One advantage of having four 30-inch Apple displays (instead of one 60-inch display) is that you could angle them in a V-shape, in a square shape. I would have them in a square, two monitors across and two monitors tall, and I could sit in the middle. This way, looking to the left, I would see two monitors (one on top of the other), and looking to the right I would see the other two monitors (one on top of the other).

    That was my thinking. I'm happy to hear other folks' experiences/ideas/suggestions. I always appreciate the variety of opinions in our Macrumors community.
  11. Cabbit macrumors 68020


    Jan 30, 2006
    i believe the intel chip-set can manage 64 GB's of ram at most i know there are similar intel that can do 64 GB and AMD machines that can handle unto 128 GB of ram but this amount may be due to the superior opteron memory controller.
  12. mward333 thread starter macrumors 6502a


    Jan 24, 2004
    A colleague on the Apple campus is testing this for me. I'm still waiting to hear whether 32 GB can actually be addressed and used by the Mac Pro. I'm pretty sure it will work, but I want to hear it from someone who has actually tried it, before I spend so much money on this solution.

    You're right: Apple computers can frequently use and access more RAM than Apple sells..... a 3rd-party vendor is necessary. For instance, back in the dark ages, I had 1 GB of RAM in my gumdrop-shaped 400 MHz iMac (2 sticks of 512 MB of RAM each), even though Apple only sold 512 MB (2 sticks of 256 MB each) as the maximum configuration of RAM.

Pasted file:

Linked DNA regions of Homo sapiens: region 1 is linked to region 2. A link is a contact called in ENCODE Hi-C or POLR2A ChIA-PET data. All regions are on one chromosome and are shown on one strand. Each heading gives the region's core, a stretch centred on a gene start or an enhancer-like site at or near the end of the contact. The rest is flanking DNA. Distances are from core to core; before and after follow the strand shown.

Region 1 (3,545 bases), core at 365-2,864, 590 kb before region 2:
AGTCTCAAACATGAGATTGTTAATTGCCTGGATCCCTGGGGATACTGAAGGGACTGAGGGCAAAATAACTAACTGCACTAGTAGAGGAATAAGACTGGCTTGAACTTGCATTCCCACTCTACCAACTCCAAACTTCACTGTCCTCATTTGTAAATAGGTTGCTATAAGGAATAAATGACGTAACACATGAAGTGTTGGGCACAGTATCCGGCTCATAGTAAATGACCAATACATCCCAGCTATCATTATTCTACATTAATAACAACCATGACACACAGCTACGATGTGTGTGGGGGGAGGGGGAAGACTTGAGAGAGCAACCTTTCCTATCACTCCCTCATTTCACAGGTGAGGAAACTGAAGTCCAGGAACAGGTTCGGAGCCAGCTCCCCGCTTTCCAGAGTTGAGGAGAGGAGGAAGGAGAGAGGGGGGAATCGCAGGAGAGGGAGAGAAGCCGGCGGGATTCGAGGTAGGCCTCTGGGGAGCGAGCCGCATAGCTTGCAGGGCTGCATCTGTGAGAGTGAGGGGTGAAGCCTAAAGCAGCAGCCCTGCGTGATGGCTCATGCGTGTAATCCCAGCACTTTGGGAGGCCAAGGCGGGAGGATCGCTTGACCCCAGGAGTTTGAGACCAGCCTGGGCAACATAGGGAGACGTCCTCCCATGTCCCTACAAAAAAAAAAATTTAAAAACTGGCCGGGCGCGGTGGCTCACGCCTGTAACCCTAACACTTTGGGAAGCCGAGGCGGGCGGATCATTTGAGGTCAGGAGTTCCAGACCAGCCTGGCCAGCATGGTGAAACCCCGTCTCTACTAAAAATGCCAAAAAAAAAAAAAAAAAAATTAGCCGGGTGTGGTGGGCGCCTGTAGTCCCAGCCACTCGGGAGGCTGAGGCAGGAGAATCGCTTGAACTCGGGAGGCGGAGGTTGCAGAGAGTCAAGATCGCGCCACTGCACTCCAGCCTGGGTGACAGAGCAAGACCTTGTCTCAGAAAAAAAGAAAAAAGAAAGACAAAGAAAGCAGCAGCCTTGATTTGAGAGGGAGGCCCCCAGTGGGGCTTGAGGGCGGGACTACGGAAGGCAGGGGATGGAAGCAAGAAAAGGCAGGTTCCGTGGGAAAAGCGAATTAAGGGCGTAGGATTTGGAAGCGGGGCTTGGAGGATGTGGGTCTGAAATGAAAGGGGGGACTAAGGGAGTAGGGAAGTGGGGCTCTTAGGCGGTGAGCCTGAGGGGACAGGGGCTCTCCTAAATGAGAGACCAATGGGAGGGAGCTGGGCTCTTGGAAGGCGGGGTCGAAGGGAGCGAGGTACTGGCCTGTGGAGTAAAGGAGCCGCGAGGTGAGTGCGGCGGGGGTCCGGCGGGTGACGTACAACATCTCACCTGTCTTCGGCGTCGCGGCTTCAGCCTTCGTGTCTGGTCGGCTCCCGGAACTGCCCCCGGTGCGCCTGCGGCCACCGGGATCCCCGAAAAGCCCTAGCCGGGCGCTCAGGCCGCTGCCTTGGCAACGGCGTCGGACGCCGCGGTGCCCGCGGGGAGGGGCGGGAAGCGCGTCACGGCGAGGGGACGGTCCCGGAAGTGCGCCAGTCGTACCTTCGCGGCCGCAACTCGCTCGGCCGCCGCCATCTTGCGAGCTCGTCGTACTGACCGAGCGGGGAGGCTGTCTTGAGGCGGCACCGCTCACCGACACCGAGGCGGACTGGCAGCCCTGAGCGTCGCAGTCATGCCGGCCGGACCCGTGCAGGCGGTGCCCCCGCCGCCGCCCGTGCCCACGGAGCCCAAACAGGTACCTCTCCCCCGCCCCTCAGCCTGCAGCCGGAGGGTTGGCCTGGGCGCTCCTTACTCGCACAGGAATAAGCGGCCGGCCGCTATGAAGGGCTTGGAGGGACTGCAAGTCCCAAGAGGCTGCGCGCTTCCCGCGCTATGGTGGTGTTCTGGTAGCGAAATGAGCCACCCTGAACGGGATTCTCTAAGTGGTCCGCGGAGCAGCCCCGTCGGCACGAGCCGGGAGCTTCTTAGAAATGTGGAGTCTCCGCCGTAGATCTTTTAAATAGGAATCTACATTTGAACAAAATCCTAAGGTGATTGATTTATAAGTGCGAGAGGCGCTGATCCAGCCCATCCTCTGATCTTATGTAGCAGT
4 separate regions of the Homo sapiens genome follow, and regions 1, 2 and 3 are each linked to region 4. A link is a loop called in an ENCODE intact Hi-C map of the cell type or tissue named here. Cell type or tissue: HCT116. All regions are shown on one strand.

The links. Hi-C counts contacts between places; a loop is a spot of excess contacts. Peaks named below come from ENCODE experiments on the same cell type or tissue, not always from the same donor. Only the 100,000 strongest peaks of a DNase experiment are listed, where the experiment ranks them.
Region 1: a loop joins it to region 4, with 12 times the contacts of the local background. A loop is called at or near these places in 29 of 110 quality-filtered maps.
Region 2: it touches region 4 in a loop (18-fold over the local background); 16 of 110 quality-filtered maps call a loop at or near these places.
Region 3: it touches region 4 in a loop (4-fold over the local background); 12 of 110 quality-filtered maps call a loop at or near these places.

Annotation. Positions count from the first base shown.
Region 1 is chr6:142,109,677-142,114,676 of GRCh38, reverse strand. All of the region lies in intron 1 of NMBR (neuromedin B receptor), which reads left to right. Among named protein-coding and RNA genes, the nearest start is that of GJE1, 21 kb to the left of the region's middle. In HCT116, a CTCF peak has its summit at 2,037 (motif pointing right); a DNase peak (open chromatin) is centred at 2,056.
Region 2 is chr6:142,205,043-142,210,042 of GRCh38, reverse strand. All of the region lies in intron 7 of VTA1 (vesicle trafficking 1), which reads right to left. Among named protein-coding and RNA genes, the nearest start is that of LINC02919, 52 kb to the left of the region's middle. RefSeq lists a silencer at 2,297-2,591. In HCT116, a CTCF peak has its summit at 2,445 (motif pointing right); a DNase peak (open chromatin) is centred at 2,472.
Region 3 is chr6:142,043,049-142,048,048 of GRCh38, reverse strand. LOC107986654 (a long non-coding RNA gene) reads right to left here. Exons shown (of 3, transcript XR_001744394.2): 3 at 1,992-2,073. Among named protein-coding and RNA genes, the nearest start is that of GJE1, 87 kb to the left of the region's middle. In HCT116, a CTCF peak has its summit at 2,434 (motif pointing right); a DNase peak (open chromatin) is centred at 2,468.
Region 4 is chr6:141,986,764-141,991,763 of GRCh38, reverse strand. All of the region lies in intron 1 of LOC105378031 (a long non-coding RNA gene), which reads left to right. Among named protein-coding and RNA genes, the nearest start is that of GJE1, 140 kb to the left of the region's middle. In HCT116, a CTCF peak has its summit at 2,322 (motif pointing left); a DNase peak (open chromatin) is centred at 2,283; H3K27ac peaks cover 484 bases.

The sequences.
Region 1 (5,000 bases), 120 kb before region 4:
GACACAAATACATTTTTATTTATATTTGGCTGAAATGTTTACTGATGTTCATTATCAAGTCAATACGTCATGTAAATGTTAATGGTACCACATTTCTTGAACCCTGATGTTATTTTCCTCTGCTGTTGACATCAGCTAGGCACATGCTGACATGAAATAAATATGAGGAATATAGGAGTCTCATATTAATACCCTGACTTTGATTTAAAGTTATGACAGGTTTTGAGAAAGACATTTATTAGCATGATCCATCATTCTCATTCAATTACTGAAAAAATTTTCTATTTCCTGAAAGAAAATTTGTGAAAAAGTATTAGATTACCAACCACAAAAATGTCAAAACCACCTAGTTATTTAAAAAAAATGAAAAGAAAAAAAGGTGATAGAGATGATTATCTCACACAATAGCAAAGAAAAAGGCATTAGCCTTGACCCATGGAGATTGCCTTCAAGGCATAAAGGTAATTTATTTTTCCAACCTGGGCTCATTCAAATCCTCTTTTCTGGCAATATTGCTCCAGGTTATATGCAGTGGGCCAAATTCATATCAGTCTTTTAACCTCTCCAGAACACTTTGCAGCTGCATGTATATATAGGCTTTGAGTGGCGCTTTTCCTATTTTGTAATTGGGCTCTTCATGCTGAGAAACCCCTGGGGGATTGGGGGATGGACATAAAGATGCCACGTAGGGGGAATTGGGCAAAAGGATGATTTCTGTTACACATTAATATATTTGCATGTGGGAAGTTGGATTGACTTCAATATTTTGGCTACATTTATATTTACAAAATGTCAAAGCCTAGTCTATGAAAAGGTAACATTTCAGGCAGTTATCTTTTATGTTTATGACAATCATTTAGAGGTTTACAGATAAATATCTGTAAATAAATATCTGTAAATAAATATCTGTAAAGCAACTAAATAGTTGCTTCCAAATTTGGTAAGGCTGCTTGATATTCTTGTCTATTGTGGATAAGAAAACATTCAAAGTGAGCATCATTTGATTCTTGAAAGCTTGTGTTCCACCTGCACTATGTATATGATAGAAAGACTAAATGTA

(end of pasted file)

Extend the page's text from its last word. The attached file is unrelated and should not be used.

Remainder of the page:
I'm sorry to say that this is (at least, in part) a result of Apple's high profit margin on their RAM. Very few people are willing to purchase huge RAM configurations from Apple because the Apple RAM is overpriced...... Not to mention the obvious, of course, that it would probably be difficult for Apple to keep many 4 GB sticks of RAM in stock, so Apple doesn't even offer this option at all.

    Warning: Of course, when buying 4 GB sticks of RAM for the Mac Pro, make sure that the sticks are very good quality, from a reputable dealer. The heat sinks are especially important. I have had excellent customer service from Ramjet for many purchases over the years, and in this case they are also the most-affordable, so that is the solution I am going to choose when I purchase my 32 GB of RAM. By the way, Ramjet uses the only heat sink that is certified by Apple for use in the Mac Pro. (I hope that didn't sound too much like a commercial here--I'm just passing on my good experiences.)
  13. lamina macrumors 68000


    Mar 9, 2006
    Whatever you do, I hope it works out for you... but one thing.

    Be SURE to post pictures of this setup. Detailed pictures.
  14. xUKHCx Administrator emeritus


    Jan 15, 2006
    The Kop
    Indeed 4 30" would look pretty good. I wouldn't be able to fit that configuration in my current (student) room
  15. robbieduncan Moderator emeritus


    Jul 24, 2002